British actress Cynthia Erivo received her first two Oscar nominations on Monday morning for her role as iconic freedom fighter and abolitionist Harriet Tubman in Kasi Lemmons' "Harriet," and for co-writing the original song and anthem. "Stand Up" (with Joshuah Brian Campbell).
Following notable contempt from artists such as Jennifer Lopez ("Hustlers"), Jamie Foxx ("Just Mercy") and Lupita Nyong & # 39; o ("Us"), Erivo was the only Oscar-nominated person of color. actor. year.
Hours after the announcement of the nominations Monday morning, Erivo called from Japan, where he had just landed to discuss his nominations and the legacy of #OscarsSoWhite.
First of all, congratulations! What were you doing when you got the news?
Cynthia Erivo: Thanks. I was, however, many meters and kilometers in the air, en route to Japan on a plane.
Who gave you the news?
I found out that I had Wi-Fi on the plane, I connected my phone to Wi-Fi, and I think it would last about an hour after it was announced. And a lot of people gave me the news because a lot of tweets, messages, texts, voice messages and DMs started to appear. I don't remember what was the first text message I received, it all happened.
Who was the first person you answered?
Who was the first person I answered? I have no idea, I don't even remember. I think I probably texted my mom first because I didn't know she realized what was going on. She is in London, so the news was not released much later. I must have sent a message to my mother and sister first and then I probably sent a message to my agent and my PR because we needed to talk. I may be wrong, because I don't even remember.
Do you mind me asking what you are doing in Japan?
I have a concert. I am singing in three shows that I will do with two other artists.
How will you celebrate? Will you do it there or wait until you get back?
I think I'll wait until I get back to do this with my friends and family. Here I go to work. I can buy something cool for me (laughs).
How does it feel to be the only candidate for colored actor?
It's really bittersweet because, while I was working very hard for what was going on, I would also love to celebrate with other colored people who worked very hard this year too. I believe there was incredible work this year and beautiful pieces that came out not only by people of color, but also by directors. So I hope to be able to represent us well as soon as the celebration happens.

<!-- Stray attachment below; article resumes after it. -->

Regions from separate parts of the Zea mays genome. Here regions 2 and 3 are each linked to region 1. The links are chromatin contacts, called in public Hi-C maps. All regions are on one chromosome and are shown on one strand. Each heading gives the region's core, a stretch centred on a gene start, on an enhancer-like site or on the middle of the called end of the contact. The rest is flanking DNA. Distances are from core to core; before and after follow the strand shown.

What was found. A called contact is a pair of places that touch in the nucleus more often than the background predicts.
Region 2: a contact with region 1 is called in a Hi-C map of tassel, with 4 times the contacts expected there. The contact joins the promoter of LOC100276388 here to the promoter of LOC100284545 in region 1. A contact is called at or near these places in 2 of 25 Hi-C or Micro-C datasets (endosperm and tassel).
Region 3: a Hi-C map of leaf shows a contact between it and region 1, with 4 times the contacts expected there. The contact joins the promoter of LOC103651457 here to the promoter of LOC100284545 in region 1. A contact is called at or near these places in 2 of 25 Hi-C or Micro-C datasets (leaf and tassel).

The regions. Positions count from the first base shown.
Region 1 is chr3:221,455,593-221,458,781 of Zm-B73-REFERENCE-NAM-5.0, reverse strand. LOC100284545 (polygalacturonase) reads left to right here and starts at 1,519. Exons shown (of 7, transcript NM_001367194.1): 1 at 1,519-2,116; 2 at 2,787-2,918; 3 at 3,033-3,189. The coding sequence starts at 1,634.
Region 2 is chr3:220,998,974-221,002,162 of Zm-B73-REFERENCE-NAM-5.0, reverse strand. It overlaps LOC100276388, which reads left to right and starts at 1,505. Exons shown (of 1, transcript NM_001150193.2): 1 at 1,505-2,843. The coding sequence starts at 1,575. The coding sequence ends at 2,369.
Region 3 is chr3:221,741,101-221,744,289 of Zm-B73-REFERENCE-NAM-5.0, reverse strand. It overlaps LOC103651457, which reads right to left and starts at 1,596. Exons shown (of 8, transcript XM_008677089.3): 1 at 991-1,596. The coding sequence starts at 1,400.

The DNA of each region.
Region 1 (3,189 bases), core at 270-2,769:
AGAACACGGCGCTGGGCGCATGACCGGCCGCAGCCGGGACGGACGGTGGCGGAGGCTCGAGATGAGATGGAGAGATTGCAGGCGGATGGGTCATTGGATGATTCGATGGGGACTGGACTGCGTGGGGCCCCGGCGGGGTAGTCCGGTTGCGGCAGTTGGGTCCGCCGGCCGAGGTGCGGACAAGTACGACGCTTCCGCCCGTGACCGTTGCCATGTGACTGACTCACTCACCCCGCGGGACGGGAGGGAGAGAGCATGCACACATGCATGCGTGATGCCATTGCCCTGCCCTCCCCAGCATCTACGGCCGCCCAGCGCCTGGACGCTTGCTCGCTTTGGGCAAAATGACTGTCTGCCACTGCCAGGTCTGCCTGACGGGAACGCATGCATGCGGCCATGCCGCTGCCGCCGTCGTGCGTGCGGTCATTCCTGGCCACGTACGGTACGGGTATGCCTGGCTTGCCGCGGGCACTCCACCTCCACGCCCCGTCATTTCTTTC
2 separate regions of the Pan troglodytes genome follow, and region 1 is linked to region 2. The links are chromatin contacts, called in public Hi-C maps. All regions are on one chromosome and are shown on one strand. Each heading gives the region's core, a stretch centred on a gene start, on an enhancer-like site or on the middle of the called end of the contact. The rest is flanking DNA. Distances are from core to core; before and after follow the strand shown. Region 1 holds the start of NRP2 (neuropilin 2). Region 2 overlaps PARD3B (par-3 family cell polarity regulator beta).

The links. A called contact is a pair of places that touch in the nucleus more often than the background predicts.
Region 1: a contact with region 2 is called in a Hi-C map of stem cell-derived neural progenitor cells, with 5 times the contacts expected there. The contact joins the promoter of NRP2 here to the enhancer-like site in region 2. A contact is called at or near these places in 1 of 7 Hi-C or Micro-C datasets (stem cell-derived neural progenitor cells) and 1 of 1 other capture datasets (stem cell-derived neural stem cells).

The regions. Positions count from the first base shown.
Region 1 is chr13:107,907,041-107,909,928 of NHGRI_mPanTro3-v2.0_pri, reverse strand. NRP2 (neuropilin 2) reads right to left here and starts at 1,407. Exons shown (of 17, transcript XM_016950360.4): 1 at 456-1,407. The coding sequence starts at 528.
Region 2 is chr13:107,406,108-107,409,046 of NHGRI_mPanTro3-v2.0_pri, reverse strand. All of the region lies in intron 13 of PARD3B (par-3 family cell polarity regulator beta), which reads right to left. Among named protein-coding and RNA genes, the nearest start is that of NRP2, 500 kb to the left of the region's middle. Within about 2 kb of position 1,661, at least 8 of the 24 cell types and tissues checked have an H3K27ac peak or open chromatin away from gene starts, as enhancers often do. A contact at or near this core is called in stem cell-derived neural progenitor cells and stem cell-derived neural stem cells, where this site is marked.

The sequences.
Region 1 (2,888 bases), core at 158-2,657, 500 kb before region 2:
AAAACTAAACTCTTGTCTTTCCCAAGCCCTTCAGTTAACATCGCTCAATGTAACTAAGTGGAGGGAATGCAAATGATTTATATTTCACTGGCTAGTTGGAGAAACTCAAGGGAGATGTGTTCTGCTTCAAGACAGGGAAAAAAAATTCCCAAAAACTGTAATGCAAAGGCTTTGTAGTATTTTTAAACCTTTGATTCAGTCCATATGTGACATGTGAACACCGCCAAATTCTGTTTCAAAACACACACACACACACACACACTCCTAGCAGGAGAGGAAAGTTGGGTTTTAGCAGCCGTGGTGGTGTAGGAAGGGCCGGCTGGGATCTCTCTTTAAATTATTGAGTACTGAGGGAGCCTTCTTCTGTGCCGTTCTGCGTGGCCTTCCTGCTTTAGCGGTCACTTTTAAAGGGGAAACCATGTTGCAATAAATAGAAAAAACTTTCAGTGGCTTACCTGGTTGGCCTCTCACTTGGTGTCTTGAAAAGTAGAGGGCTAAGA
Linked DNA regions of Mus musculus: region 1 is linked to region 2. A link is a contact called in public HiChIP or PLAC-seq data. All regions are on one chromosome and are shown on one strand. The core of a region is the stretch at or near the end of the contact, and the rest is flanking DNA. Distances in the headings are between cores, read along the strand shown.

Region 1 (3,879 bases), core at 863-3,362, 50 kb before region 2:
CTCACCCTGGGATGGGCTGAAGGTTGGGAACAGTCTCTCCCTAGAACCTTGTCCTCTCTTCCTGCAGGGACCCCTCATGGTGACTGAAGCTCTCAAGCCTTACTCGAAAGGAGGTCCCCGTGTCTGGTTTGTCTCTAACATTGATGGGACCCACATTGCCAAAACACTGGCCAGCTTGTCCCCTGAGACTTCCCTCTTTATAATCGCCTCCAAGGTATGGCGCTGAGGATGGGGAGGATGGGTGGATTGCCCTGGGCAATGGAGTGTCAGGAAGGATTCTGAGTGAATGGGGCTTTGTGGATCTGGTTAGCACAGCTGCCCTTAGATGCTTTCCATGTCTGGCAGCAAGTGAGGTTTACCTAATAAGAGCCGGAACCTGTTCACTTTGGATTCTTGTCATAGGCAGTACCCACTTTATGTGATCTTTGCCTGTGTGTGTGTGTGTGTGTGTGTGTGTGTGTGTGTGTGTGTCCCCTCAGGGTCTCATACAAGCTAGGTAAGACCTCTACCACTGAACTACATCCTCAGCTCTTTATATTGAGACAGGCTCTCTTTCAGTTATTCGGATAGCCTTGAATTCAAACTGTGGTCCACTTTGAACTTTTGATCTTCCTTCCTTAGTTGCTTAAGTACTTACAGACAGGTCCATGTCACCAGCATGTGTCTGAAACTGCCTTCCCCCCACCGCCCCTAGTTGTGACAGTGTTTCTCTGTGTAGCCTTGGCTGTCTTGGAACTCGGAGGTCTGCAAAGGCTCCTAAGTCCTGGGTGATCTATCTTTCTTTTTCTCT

Cynthia Erivo stars as Harriet Tubman in "Harriet".
(Glen Wilson / Focus Resources)
Did you know that if you win you will become the youngest and fastest EGOT winner in history?
I was told that, yes. What is madness. But no, I didn't think it would be right now (in my career), because I didn't even know it was possible to do all these things with a Broadway musical. So it is simply wonderful to discuss it that way.
What was your reaction when BAFTA asked you to act, even though you didn't nominate any colored actors?
It was a no, really, because I felt it was indicative of what they thought of (colored) artists like me. I just thought it made no sense to go and play when there was literally – none.
What does it feel like to gain recognition for playing such an iconic historical figure?
It's great because, with luck, it means that people will start learning about her and want to be interested in the work Harriet has done. I hope this makes her proud, I hope her family is proud. I hope people see this and want to know more about it. Glad to be one of the representatives of your story. And I hope this encourages more people to tell the story.
You are the 11th black woman to be nominated for a leading actress trophy in Oscar history. Does it create pressure to be in a potentially historical position so early in your career?
I don't think it creates pressure (but) I find it sad that there is only one colored woman who has won this award. I hope that will change at some point. I hope this will stop becoming an anomaly when this happens. There are a lot of black, black women working in this industry who deserve and deserve to be celebrated in this way, and I hope this starts to become more norm, to be honest. Being eleventh is impressive, and I hope that will change at some point.
As the academy often neglects color artists, do you think we should keep evaluating their opinions on the best films and performances of the year?
Yes and no. It's a hard question to answer because I think there are people who believe in good movies and good actors. But I think sometimes it's subjective. I think it's also up to us to celebrate plays that aren't necessarily celebrated in awards ceremonies in our own way, because not being nominated doesn't make it a good movie. Something may be beautiful and not celebrated, but it is up to us to make sure it does. It's what I think. Yes, it highlights some of the movies of the year that are great, but if some of those movies are missing, I think our job is to highlight those movies to make sure people see them.